Hayabusa homecoming delayed three years
JAXA attempts to revive ailing probe
Japan's Hayabusa probe will have to spend the next three years in space while scientists attempt to revive the ailing asteroid-sampler, Reuters reports. Only in 2010 will it be in the correct position to adopt an orbit for a return to its home planet - assuming the Japanese space agency JAXA can indeed revive Hayabusa.
The possible loss of the probe comes on the back of the disappointing news that it probably did not collect samples of asteroid Itokawa as previously thought. Although Hayabusa landed successfully on the body roughly 186 million miles (300 million km) from Earth, a fuel leak most likely provoked by the touch-down led to a loss of attitude control.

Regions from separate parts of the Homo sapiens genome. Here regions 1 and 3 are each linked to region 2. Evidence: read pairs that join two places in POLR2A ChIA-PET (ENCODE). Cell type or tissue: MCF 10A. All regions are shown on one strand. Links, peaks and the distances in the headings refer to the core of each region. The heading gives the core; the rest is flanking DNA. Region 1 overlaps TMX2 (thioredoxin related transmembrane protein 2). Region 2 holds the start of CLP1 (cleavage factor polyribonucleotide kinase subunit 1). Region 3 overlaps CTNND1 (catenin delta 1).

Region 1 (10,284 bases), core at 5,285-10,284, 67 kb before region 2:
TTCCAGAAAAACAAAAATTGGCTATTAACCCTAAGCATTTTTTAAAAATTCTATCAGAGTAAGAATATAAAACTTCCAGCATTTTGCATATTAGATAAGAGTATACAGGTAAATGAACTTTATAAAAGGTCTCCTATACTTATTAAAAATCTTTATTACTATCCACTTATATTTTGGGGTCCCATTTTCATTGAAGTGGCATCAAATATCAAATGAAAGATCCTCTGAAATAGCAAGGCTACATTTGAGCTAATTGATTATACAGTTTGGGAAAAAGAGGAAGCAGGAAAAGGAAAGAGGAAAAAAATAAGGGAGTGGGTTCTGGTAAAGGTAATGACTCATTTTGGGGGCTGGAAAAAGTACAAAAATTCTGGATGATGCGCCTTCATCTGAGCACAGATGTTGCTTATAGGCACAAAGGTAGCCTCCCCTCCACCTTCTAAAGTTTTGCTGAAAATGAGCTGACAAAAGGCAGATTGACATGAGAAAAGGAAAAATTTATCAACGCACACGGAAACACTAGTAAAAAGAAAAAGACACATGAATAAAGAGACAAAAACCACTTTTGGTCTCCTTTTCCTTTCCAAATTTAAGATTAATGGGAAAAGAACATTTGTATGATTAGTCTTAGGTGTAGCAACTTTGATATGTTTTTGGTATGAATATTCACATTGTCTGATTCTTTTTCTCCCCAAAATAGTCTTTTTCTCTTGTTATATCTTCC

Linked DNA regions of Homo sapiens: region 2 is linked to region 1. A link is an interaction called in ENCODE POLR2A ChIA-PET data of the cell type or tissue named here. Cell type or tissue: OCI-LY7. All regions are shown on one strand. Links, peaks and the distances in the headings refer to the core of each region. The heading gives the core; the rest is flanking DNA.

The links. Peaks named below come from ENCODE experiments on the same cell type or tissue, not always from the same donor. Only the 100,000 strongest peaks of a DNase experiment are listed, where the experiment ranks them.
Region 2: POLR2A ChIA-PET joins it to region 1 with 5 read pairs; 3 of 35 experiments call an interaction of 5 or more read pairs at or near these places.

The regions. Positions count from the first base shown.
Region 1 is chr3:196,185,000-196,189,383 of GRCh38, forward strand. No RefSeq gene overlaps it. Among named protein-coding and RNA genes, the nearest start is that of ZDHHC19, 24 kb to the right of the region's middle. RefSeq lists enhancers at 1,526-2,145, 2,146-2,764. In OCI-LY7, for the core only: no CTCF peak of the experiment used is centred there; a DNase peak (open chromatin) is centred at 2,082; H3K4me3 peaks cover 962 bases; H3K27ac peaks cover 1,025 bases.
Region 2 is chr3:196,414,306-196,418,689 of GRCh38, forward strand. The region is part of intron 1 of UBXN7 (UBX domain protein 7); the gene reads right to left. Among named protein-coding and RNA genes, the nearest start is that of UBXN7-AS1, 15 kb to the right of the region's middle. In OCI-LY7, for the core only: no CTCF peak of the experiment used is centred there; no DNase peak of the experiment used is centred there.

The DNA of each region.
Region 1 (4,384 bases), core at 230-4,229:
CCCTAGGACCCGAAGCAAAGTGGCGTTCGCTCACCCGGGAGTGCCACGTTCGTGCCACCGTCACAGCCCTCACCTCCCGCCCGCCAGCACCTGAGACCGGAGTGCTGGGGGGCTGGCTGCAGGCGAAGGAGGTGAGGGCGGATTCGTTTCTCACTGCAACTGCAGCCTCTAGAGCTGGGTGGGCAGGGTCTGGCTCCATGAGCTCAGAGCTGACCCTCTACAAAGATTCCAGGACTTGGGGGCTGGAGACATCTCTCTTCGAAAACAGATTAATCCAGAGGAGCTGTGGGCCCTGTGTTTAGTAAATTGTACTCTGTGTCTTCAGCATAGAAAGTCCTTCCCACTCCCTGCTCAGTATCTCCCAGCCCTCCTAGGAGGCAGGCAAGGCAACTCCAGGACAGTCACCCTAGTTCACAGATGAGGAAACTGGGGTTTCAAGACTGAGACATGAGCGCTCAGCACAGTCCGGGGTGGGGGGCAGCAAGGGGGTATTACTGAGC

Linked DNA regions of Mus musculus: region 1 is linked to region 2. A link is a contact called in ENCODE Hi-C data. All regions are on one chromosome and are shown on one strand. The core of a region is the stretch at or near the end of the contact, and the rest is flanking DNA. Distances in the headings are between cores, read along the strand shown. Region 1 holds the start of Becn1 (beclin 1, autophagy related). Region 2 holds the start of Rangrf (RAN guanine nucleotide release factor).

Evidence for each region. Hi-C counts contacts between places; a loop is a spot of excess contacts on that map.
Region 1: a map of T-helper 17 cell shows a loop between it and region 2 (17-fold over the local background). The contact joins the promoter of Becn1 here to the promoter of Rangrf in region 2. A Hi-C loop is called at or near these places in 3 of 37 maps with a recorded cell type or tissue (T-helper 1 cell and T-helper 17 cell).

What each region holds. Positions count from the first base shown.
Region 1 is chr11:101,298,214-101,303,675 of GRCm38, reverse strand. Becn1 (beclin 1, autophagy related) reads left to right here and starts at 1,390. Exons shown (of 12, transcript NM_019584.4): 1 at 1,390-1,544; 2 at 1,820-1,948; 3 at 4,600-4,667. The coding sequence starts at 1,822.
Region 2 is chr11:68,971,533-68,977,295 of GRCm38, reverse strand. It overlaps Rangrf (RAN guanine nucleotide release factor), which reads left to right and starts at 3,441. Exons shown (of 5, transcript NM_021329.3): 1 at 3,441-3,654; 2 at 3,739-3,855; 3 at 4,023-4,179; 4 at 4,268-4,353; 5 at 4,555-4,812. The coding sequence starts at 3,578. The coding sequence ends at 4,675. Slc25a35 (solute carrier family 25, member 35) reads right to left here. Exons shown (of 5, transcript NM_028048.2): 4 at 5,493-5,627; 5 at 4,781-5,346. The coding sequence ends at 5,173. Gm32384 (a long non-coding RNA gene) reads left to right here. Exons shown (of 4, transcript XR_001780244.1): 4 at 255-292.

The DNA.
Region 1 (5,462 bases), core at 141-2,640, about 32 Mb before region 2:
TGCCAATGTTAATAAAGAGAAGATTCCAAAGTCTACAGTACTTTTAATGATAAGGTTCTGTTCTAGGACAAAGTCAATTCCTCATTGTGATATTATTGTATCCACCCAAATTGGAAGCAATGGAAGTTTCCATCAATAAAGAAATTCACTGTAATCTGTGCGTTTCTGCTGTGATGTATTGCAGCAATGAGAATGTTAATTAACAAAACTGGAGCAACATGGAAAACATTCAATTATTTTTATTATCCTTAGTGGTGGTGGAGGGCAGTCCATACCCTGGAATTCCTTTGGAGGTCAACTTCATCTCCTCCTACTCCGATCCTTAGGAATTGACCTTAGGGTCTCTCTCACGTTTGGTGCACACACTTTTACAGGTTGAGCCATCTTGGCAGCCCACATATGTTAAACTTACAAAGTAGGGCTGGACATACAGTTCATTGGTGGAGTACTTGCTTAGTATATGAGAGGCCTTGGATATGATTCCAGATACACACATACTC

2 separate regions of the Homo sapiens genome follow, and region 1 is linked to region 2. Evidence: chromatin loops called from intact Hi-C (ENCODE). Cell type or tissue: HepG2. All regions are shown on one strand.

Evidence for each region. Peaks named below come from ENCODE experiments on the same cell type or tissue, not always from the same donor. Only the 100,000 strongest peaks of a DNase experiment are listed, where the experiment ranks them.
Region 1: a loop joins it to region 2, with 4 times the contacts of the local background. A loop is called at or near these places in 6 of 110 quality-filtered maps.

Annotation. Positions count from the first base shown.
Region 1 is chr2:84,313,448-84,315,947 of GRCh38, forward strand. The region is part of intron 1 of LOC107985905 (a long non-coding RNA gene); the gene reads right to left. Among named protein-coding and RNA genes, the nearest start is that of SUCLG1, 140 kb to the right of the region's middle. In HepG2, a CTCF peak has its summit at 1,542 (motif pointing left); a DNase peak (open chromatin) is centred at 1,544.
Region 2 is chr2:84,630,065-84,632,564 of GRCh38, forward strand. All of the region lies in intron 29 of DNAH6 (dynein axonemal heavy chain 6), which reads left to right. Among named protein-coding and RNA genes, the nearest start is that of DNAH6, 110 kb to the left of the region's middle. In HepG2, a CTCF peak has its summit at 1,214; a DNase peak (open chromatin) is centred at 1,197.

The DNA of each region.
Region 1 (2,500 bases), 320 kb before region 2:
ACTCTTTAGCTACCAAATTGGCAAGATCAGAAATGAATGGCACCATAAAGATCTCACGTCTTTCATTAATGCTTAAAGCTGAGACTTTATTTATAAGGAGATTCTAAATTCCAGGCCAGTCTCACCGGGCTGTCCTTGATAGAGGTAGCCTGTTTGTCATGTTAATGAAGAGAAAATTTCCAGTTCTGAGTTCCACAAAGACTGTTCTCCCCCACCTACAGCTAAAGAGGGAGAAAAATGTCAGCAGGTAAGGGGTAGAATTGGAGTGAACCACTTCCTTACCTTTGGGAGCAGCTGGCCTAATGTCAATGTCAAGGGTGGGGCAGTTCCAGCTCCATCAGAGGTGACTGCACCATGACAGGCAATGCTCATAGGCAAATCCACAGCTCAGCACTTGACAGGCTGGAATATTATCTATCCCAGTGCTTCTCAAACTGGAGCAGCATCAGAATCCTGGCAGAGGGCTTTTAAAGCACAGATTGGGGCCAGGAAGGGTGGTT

A statement on the JAXA website reads: "Currently communications with the explorer have been cut off, but we think there is a high possibility that we can restore this if we take our time. Consequently, the project team redesigned the orbit to gain more time to save the Hayabusa. Under the latest schedule, the return to earth is scheduled for June 2010." ®
Sponsored: Data Loss Prevention & Data Theft Prevention